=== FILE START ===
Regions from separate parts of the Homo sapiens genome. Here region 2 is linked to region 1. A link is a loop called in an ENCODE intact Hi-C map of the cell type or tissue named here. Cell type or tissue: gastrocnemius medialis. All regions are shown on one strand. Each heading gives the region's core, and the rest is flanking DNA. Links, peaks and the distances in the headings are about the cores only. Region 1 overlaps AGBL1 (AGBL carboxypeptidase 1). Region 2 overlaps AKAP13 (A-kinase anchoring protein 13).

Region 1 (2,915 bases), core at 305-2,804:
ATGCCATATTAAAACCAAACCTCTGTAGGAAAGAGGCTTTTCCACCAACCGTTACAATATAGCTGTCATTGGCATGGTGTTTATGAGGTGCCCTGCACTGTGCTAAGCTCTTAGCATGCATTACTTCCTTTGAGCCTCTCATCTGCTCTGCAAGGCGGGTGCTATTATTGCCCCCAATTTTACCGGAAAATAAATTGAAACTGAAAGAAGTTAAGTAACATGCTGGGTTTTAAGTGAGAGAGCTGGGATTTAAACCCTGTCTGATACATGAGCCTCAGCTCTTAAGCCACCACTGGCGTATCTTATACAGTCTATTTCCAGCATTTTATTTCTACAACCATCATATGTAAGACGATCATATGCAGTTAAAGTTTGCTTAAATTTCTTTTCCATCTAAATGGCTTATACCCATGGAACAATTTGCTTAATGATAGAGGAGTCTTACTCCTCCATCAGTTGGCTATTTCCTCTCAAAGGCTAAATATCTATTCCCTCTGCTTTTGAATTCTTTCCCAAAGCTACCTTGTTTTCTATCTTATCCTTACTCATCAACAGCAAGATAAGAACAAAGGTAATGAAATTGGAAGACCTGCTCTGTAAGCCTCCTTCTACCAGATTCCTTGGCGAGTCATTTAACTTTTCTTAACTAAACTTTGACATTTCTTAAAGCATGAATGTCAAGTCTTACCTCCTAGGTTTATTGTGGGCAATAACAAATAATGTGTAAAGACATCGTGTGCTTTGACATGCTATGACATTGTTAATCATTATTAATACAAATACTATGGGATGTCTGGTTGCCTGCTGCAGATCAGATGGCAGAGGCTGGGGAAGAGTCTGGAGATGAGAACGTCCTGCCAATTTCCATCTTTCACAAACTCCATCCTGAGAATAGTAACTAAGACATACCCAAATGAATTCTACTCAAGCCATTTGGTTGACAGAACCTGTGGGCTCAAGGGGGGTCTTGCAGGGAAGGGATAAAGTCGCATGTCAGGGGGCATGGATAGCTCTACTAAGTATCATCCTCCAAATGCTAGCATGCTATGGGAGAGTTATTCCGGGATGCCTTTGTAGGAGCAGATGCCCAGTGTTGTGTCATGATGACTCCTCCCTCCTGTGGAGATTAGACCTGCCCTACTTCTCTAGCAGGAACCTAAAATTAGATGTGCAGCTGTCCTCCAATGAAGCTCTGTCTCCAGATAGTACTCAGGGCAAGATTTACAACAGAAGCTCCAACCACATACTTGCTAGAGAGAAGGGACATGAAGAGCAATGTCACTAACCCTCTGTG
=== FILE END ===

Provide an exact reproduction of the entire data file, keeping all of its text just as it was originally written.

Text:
Regions from separate parts of the Homo sapiens genome. Here region 2 is linked to region 1. A link is a loop called in an ENCODE intact Hi-C map of the cell type or tissue named here. Cell type or tissue: gastrocnemius medialis. All regions are shown on one strand. Each heading gives the region's core, and the rest is flanking DNA. Links, peaks and the distances in the headings are about the cores only. Region 1 overlaps AGBL1 (AGBL carboxypeptidase 1). Region 2 overlaps AKAP13 (A-kinase anchoring protein 13).

Region 1 (2,915 bases), core at 305-2,804:
ATGCCATATTAAAACCAAACCTCTGTAGGAAAGAGGCTTTTCCACCAACCGTTACAATATAGCTGTCATTGGCATGGTGTTTATGAGGTGCCCTGCACTGTGCTAAGCTCTTAGCATGCATTACTTCCTTTGAGCCTCTCATCTGCTCTGCAAGGCGGGTGCTATTATTGCCCCCAATTTTACCGGAAAATAAATTGAAACTGAAAGAAGTTAAGTAACATGCTGGGTTTTAAGTGAGAGAGCTGGGATTTAAACCCTGTCTGATACATGAGCCTCAGCTCTTAAGCCACCACTGGCGTATCTTATACAGTCTATTTCCAGCATTTTATTTCTACAACCATCATATGTAAGACGATCATATGCAGTTAAAGTTTGCTTAAATTTCTTTTCCATCTAAATGGCTTATACCCATGGAACAATTTGCTTAATGATAGAGGAGTCTTACTCCTCCATCAGTTGGCTATTTCCTCTCAAAGGCTAAATATCTATTCCCTCTGCTTTTGAATTCTTTCCCAAAGCTACCTTGTTTTCTATCTTATCCTTACTCATCAACAGCAAGATAAGAACAAAGGTAATGAAATTGGAAGACCTGCTCTGTAAGCCTCCTTCTACCAGATTCCTTGGCGAGTCATTTAACTTTTCTTAACTAAACTTTGACATTTCTTAAAGCATGAATGTCAAGTCTTACCTCCTAGGTTTATTGTGGGCAATAACAAATAATGTGTAAAGACATCGTGTGCTTTGACATGCTATGACATTGTTAATCATTATTAATACAAATACTATGGGATGTCTGGTTGCCTGCTGCAGATCAGATGGCAGAGGCTGGGGAAGAGTCTGGAGATGAGAACGTCCTGCCAATTTCCATCTTTCACAAACTCCATCCTGAGAATAGTAACTAAGACATACCCAAATGAATTCTACTCAAGCCATTTGGTTGACAGAACCTGTGGGCTCAAGGGGGGTCTTGCAGGGAAGGGATAAAGTCGCATGTCAGGGGGCATGGATAGCTCTACTAAGTATCATCCTCCAAATGCTAGCATGCTATGGGAGAGTTATTCCGGGATGCCTTTGTAGGAGCAGATGCCCAGTGTTGTGTCATGATGACTCCTCCCTCCTGTGGAGATTAGACCTGCCCTACTTCTCTAGCAGGAACCTAAAATTAGATGTGCAGCTGTCCTCCAATGAAGCTCTGTCTCCAGATAGTACTCAGGGCAAGATTTACAACAGAAGCTCCAACCACATACTTGCTAGAGAGAAGGGACATGAAGAGCAATGTCACTAACCCTCTGTG